There is this bigger question about how left and right can correct this tendency in prevailing Republican power-holders. But for the moment, I just note that it might not only bear on the teaching of evolution, or the denials of global warming, but also, maybe, on the failure to return phone calls from the eggheads claiming to have arguments (arguments? pfft) showing that Al Qaeda could accomplish a Pearl Harbor on U.S. soil. Yes, the eggheads also designed the Vietnam War. The idea isn't that the intellectuals should be the rulers. There was plenty of ink spilled in an intellectual style by the developers of the Bush approach. The question isn't quite intellectual vs. anti-intellectual. It is more like a lack of the intellectual virtues, especially an inability to understand one's critics, and to let arguments and evidence lead where they may. And my point is not that the Left is generally more virtuous in these ways (though, I'm not sure it isn't). Rather, the point is about the intellectual vices of those particular people who are in power now, and the implications for, even, homeland security.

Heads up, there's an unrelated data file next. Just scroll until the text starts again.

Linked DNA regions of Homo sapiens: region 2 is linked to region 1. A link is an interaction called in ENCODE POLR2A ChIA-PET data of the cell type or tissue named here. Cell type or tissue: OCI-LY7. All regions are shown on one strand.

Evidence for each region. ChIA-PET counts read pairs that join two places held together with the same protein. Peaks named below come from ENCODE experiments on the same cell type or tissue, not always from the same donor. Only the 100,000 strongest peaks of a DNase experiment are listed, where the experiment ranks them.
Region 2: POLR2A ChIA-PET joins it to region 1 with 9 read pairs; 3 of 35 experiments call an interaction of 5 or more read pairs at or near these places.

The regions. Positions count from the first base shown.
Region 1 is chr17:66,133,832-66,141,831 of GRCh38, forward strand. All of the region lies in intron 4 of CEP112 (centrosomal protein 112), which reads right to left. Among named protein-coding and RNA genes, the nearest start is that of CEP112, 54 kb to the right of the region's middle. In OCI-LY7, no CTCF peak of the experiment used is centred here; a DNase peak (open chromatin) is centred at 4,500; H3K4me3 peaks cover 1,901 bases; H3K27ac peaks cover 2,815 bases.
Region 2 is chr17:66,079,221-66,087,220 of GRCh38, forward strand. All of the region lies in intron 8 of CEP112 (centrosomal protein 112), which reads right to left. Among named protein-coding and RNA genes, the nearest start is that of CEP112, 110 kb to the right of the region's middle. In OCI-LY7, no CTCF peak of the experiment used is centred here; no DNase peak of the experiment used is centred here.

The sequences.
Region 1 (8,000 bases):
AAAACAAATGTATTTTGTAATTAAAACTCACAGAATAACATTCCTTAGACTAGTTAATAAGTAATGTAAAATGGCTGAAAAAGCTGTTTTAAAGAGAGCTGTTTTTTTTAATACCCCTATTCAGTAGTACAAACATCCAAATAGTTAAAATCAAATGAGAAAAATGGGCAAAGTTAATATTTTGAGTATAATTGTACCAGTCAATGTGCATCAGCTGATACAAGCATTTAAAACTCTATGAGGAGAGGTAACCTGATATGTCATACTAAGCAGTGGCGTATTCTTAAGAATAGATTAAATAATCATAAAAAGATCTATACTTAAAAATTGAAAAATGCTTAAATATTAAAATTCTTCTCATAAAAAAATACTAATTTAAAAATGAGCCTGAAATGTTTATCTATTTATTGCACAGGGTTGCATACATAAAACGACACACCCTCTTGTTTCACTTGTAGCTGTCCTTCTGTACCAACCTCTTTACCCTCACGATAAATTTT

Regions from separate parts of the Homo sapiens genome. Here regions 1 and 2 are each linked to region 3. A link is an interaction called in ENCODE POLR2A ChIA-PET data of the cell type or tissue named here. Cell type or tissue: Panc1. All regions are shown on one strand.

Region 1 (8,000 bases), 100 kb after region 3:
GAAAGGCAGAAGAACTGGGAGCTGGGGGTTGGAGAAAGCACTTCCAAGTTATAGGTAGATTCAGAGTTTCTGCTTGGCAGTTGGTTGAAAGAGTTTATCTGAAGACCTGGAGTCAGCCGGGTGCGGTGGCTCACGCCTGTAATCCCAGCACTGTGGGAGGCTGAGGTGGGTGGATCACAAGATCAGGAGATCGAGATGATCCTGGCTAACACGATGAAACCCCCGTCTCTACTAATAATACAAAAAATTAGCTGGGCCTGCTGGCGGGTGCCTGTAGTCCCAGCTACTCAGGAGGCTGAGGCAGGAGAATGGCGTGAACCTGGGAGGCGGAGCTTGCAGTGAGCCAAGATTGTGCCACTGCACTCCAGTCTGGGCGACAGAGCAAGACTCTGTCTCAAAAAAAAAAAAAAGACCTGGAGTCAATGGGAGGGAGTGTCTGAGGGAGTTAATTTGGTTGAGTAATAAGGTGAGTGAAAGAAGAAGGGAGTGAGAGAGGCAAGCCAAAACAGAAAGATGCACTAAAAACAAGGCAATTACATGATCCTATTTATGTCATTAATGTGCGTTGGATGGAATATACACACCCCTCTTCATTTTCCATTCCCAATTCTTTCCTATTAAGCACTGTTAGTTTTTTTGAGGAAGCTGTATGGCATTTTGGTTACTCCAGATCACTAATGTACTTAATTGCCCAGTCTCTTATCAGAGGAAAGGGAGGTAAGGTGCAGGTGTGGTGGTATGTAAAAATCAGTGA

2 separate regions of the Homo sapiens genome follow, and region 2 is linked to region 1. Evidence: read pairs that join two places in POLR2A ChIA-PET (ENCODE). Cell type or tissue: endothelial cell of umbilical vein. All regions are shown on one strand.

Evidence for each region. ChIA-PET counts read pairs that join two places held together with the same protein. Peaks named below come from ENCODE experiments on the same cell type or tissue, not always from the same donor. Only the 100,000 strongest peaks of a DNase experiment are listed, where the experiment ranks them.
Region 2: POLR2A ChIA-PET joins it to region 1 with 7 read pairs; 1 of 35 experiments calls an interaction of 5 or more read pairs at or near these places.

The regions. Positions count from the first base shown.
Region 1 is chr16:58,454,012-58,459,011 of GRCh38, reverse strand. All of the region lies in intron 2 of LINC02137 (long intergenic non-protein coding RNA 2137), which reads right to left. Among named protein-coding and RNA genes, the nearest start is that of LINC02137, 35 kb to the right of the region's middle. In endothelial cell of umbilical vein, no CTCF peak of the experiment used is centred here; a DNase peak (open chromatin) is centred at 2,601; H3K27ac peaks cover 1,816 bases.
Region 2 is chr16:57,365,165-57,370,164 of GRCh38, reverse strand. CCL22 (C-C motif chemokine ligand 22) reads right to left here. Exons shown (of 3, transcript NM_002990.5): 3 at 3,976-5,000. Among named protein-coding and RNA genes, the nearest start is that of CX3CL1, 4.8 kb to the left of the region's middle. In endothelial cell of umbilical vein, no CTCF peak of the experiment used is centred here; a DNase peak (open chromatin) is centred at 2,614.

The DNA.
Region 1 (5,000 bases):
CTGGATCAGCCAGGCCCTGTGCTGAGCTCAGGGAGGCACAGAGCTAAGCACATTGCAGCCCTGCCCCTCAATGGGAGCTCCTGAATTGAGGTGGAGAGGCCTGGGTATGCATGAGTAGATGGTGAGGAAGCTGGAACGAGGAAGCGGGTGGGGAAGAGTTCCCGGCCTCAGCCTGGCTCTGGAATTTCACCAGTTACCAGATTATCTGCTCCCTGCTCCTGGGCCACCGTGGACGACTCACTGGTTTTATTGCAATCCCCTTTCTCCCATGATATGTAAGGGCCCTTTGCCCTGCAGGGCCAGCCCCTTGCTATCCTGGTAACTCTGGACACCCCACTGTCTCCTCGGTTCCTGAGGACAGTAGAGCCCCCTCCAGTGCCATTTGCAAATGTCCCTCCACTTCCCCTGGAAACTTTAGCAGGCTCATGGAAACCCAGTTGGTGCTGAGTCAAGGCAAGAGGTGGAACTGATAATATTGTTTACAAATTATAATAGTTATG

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Comments

Posted by: Benj

"Left and Right can agree that there are competent and devoted people hoping and planning for more large attacks on U.S. soil."

What's the evidence for this? 9/11 only happened because of major audacity on their side -- our side did little to prevent it.

Posted by: Benj | Dec 7, 2004 2:05:19 AM


Posted by: Sebastian Holsclaw

"but also, maybe, on the failure to return phone calls from the eggheads claiming to have arguments (arguments? pfft) showing that Al Qaeda could accomplish a Pearl Harbor on U.S. soil. Yes, the eggheads also designed the Vietnam War."

It is always easy to sift through the chaff of intelligence reports to find the gold in retrospect. Trying to to identify it in advance is the hard part. Pre 9-11, the intellectual community which specialized in Middle Eastern studies was busy peddling the idea that Muslim communities were not a danger. In fact they were so wedded to the idea that they defended it even after 9-11. The 'intellectual' community as a whole, or even the specialized bits of it that you would go to if you were interested in such things before 9-11, would not have given you the answers that you seem to think they would have given.